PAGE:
NEW YORK (Nov. 7)
Dr. Normann Lamm, invested today as the third president of Yeshiva University, said in his inaugural address “The crucial problem today is not the absence of education, but its growth without spiritual directions and ethical dimensions.”
In a colorful outdoor ceremony held before some 2500 persons, Lamm said that the disparity between technological progress made possible by accelerated accumulation of knowledge and moral stagnation, “goes back to the Biblical tale of the Tower of Babel, those primitive builders who knew everything about bricks and mortar but nothing about heart and sensitivity and people. That condition still obtains; time has only exacerbated it, and we are only eight years away from 1984, the target date set for us by that modern prophet of doom, George Orwell.”
Lamm said that “Judaism has taught all of us, Jews and non-Jews alike, that even when learning is pursued for its own sake, intellectually, it must never become an absolute, unrelated to moral dimensions. It must have beneficial ethical and social consequences. One must learn in order to do; and even if he learns for the sake of learning itself, it must be the kind of learning which makes him a different and better human being.”
Lamm was presented with the University Charter and the Presidential Medallion, signifying his assumption of office by Max J. Etra, chairman of the Board of Trustees, and Max Stern, vice-chairman of the Board, both of whom have been major figures in the university’s development over the past 30 years. Dr. Israel Miller, vice-president for student affairs, who was chairman of the Investiture Committee, presided.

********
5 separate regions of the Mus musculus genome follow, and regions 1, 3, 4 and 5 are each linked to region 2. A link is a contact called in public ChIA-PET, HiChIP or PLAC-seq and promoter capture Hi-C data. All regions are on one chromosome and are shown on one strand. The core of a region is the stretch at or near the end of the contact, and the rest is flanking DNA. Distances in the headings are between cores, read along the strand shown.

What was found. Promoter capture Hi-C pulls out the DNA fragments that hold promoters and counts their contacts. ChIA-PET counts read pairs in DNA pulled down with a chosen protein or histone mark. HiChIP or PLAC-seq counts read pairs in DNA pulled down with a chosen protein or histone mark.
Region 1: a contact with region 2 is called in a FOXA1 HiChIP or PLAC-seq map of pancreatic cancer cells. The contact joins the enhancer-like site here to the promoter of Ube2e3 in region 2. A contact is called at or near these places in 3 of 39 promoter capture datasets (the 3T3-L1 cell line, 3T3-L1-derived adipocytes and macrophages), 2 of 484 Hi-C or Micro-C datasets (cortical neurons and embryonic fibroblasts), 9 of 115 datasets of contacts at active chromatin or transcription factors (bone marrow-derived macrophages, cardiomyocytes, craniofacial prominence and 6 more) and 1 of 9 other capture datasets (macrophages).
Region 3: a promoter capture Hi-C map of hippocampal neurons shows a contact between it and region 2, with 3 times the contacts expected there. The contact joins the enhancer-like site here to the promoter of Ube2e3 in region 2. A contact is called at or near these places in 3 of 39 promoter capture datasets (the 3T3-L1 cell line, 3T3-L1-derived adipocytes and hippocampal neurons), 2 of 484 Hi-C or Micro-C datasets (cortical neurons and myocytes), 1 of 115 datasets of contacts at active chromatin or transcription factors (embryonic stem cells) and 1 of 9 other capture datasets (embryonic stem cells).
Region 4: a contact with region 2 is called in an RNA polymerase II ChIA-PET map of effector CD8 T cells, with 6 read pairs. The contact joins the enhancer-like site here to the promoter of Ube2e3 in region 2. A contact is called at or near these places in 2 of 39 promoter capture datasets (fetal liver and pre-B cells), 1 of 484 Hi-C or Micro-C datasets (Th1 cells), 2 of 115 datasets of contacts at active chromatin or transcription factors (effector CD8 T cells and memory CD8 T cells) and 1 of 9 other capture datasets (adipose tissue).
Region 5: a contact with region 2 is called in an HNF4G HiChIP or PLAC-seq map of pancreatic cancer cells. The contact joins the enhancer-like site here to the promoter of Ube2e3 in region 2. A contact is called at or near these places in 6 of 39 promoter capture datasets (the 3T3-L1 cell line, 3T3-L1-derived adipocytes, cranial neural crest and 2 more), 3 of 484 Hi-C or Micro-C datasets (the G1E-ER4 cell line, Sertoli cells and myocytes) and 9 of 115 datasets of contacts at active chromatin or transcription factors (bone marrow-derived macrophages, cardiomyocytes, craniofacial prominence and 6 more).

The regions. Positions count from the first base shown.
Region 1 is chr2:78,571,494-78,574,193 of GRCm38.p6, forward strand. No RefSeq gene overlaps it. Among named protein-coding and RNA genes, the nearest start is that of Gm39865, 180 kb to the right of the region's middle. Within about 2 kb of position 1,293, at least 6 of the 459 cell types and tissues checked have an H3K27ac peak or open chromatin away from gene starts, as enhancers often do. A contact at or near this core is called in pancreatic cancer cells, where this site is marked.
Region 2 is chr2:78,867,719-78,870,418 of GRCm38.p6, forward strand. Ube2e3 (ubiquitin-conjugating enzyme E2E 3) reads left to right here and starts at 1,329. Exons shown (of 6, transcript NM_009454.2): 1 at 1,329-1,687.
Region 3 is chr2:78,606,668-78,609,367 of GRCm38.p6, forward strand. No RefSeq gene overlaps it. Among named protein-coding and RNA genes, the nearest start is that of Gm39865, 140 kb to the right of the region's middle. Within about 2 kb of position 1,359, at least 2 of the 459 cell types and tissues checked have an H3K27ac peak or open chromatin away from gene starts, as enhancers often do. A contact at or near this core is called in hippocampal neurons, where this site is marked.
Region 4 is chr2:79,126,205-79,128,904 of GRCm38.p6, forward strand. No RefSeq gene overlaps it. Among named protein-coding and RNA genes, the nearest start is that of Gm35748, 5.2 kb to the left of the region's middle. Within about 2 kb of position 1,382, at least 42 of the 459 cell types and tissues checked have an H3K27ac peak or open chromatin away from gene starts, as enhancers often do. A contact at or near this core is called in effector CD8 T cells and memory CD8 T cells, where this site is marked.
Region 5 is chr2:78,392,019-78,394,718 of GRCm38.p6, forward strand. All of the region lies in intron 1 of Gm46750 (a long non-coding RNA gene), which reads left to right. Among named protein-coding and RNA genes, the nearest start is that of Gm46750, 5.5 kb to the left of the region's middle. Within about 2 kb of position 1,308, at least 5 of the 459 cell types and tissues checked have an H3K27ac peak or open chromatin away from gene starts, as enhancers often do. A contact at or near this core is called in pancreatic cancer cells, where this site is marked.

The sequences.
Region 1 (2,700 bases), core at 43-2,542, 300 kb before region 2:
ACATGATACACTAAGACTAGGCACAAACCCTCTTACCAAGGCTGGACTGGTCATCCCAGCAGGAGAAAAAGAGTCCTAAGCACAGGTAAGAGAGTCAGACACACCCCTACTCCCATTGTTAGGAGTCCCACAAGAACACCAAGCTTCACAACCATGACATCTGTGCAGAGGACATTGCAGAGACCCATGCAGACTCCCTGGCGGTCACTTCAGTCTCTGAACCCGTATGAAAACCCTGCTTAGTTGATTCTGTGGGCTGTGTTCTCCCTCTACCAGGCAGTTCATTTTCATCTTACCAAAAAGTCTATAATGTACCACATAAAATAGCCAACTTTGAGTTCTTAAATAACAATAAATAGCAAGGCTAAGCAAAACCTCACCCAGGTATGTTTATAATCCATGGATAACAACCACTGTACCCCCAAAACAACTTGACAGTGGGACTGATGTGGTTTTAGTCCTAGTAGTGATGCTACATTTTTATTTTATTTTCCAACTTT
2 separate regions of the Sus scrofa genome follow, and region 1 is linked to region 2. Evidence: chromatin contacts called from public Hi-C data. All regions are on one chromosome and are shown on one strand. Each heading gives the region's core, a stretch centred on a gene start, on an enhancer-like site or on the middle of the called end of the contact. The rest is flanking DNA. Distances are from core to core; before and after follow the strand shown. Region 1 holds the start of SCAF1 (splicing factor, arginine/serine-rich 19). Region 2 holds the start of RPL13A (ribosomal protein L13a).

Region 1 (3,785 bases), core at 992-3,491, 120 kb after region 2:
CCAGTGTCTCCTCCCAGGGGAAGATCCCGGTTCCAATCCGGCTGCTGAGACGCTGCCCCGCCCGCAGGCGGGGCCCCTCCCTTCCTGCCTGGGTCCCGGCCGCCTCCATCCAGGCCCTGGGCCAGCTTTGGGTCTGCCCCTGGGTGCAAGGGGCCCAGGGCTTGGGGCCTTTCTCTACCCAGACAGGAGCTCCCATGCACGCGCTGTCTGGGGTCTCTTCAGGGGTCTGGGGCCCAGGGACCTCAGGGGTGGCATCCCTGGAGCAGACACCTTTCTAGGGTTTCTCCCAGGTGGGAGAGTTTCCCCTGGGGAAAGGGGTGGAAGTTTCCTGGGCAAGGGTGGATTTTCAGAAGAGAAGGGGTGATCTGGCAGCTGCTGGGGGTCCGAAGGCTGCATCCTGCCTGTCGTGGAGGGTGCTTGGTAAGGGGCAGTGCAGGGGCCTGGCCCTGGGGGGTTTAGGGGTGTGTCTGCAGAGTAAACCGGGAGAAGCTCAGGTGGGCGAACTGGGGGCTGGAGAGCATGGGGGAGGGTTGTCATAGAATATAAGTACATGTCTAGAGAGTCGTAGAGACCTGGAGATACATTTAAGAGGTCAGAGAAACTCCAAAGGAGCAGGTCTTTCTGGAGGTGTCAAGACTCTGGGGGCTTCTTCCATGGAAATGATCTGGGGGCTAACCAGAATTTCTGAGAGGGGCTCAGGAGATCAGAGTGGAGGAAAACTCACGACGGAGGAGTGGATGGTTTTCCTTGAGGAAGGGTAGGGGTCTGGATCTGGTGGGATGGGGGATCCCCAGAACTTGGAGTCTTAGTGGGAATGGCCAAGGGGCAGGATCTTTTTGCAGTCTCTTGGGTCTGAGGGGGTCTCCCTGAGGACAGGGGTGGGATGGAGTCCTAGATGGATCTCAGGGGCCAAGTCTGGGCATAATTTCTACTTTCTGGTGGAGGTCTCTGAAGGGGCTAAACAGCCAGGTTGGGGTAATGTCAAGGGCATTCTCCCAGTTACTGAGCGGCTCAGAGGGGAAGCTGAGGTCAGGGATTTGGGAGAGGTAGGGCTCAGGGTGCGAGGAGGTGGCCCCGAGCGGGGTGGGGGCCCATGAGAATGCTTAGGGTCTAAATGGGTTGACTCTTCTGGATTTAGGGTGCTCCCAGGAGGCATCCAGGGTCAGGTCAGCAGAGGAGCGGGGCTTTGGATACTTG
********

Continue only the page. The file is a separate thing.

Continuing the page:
Participants in the ceremony included Chaim Herzog, Israel’s Ambassador to the UN, State Education Commissioner Ewald B. Nyquist, members of the Board of Regents, local and state government officials, educational and communal leaders, and the heads of some 30 colleges and universities. Also participating were: Herbert Tenzer, chairman of the Board, Rabbi Isaacs Elchanan Theological Seminary; Jack D, Weiler, chairman, Board of Overseers, Albert Einstein College of Medicine; and Morris B. Abram, chairman, Law School Board.
Lamm, a 48-year-old rabbi, chemist, philosopher, teacher and author, was elected president of the 91-year-old institution last August. His predecessor, Dr. Samuel Belkin, who held the office 32 years before resigning to become chancellor in the fall of last year, died last April.